If you’ve ever had your automobile repossessed, you know what a terrifying experience it can be. When you stop paying payments on your car, the financing company takes custody of it and repossesses it. The lender will take action against you to recover their investment, regardless of whether it was an accident or anything beyond your control. If this happens to you, don’t panic: there are steps you can do both before and after repossession to ensure you never lose control of your vehicle again.
What A Repossession Is
When a lender takes back an automobile that was purchased with a loan, this is referred to as repossession. It differs from a foreclosure, which occurs when you fall behind on your mortgage payments and it goes into foreclosure. And it’s not like what you see in movies: a repo man snatching your car because you haven’t been paying for it.
Repossession can occur if you fail to make payments on time or at all; if there is a loan violation; or if there are other issues with the loan itself–for example, if someone else has taken out loans against your vehicle without informing anyone else.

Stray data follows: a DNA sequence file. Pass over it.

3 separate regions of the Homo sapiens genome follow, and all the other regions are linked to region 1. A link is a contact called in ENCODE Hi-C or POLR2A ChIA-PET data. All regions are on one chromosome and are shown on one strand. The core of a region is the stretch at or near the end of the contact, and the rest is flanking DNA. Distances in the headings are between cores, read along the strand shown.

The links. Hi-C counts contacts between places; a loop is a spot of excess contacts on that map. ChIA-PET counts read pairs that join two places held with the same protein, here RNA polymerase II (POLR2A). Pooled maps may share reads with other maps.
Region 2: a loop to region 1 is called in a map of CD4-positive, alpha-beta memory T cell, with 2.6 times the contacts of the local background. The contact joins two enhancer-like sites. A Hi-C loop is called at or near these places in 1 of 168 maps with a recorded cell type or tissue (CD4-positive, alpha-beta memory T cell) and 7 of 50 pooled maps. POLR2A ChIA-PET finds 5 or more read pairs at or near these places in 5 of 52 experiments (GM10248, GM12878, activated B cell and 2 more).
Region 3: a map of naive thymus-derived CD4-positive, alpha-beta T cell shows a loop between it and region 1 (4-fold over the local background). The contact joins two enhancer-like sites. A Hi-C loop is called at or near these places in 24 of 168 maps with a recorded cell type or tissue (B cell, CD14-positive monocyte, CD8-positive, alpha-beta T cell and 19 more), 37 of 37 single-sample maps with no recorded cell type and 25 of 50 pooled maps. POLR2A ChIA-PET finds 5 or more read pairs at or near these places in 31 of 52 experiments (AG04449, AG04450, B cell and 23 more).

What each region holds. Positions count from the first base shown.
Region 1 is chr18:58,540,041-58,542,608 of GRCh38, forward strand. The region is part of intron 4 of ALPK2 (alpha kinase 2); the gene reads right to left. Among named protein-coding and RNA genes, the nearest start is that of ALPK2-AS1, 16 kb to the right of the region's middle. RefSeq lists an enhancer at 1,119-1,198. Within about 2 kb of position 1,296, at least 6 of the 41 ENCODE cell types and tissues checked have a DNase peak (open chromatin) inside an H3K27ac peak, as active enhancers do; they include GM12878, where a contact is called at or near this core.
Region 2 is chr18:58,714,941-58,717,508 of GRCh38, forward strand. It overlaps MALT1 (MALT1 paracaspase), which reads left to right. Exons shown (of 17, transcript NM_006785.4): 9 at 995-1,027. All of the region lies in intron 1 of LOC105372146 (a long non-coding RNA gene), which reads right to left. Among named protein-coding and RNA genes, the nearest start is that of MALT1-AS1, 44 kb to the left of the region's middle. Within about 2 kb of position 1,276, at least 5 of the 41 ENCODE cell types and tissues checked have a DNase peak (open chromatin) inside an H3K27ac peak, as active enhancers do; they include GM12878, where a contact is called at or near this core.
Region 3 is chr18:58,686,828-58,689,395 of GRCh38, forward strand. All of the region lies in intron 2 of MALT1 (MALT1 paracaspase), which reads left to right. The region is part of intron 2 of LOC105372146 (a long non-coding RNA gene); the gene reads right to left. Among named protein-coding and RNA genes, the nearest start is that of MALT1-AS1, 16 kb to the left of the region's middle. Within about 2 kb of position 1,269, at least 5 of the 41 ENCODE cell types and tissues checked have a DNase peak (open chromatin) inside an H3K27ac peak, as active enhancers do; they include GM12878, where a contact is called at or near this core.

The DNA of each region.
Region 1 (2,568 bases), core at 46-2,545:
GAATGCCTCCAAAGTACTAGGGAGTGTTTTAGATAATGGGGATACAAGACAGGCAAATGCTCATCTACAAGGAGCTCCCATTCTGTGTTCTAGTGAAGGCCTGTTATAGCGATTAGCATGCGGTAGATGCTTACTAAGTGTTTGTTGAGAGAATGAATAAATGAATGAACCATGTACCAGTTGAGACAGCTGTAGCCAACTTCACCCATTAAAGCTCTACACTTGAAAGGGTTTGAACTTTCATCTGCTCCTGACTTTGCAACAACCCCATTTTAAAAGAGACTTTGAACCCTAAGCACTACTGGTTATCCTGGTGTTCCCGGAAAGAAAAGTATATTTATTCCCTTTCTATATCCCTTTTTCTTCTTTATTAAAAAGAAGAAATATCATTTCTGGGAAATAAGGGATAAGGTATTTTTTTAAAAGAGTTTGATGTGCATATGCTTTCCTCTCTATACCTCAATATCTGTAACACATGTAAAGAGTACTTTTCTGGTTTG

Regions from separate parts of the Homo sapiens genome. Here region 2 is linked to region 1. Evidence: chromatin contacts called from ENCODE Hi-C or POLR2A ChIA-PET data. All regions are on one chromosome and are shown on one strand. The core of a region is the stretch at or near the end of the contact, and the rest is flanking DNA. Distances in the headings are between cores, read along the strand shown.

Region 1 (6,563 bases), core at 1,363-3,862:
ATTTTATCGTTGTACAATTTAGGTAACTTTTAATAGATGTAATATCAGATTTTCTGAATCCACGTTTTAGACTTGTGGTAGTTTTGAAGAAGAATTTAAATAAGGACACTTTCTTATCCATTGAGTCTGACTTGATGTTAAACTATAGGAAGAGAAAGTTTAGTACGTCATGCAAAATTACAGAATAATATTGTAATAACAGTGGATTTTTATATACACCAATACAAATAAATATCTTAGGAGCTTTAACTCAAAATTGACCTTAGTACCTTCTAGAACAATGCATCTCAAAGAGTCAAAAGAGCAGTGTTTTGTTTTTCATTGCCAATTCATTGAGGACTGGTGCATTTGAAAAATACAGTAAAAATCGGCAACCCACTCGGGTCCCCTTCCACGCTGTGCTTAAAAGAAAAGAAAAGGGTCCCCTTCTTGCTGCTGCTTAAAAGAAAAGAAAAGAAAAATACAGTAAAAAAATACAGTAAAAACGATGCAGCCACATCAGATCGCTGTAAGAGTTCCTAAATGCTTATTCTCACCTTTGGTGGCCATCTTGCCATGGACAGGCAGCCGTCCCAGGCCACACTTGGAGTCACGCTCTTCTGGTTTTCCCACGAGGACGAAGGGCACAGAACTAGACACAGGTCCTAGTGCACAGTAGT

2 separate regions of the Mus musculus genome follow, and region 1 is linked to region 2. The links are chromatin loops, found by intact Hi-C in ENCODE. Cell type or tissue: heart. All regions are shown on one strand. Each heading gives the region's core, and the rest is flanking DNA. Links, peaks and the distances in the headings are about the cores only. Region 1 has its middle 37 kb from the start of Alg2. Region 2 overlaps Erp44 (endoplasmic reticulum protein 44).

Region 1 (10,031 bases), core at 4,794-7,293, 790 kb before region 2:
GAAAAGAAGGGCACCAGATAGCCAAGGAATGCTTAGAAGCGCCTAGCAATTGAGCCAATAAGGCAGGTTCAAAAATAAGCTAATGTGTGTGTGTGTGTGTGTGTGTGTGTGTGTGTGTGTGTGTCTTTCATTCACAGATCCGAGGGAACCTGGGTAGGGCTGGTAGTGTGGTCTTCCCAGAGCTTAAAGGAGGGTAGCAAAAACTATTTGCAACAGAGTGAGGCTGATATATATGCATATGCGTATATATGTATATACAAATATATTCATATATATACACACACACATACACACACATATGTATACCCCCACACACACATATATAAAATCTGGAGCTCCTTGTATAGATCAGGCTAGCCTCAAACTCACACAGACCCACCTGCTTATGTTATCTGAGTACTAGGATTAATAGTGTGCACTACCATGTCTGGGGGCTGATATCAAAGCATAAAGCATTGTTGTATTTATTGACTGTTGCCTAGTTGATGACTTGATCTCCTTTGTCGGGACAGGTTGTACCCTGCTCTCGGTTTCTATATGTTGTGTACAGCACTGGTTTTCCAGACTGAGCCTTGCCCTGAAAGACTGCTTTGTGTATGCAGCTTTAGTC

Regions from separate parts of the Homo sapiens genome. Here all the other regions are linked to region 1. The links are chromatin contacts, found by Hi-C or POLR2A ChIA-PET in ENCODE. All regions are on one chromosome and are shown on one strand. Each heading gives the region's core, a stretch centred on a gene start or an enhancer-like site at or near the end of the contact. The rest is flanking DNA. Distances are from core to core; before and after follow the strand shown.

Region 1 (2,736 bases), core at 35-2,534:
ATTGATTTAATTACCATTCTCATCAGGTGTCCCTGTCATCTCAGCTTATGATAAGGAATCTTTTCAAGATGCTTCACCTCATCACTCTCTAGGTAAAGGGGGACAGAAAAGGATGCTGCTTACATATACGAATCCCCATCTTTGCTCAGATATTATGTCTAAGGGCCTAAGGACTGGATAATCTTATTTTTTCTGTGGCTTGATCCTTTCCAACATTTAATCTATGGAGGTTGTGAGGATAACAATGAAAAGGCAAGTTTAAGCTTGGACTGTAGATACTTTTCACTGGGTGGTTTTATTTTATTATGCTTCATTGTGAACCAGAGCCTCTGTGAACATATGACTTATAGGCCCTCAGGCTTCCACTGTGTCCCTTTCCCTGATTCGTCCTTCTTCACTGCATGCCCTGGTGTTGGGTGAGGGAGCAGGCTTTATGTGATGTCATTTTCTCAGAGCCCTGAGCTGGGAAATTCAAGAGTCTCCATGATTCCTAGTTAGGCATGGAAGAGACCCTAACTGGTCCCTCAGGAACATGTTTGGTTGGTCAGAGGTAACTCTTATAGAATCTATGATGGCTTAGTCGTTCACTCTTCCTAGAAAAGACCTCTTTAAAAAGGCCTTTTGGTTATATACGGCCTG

How To Avoid Being Repossessed
If you can afford your payments, you won’t be repossessed. According to lawyer Nathan DeLadurantey, you should also have adequate money for repairs, insurance, and petrol.
It’s important that you have enough money set aside for car maintenance as well, because if something goes wrong with the vehicle and it needs fixing, then this could put a strain on your finances at an inconvenient time when payments are due.
Where To Find More Information About Repossession
Check the law if you have further concerns about repossession or Nathan DeLadurantey if you believe a car repossession company has violated your rights. Determine if your lender’s tactics have been reported by contacting the police. If so, they may be able to assist in resolving the situation without resorting to legal action. If a lender informs your insurance company of a repossession, they may be able to assist.
In some instances, particularly with subprime lenders, insurance companies will deny coverage due to suspicions of fraud on the part of these lenders or dealerships. After paying rent/mortgage and utility bills each month, there are ways for consumers like yourself to save money.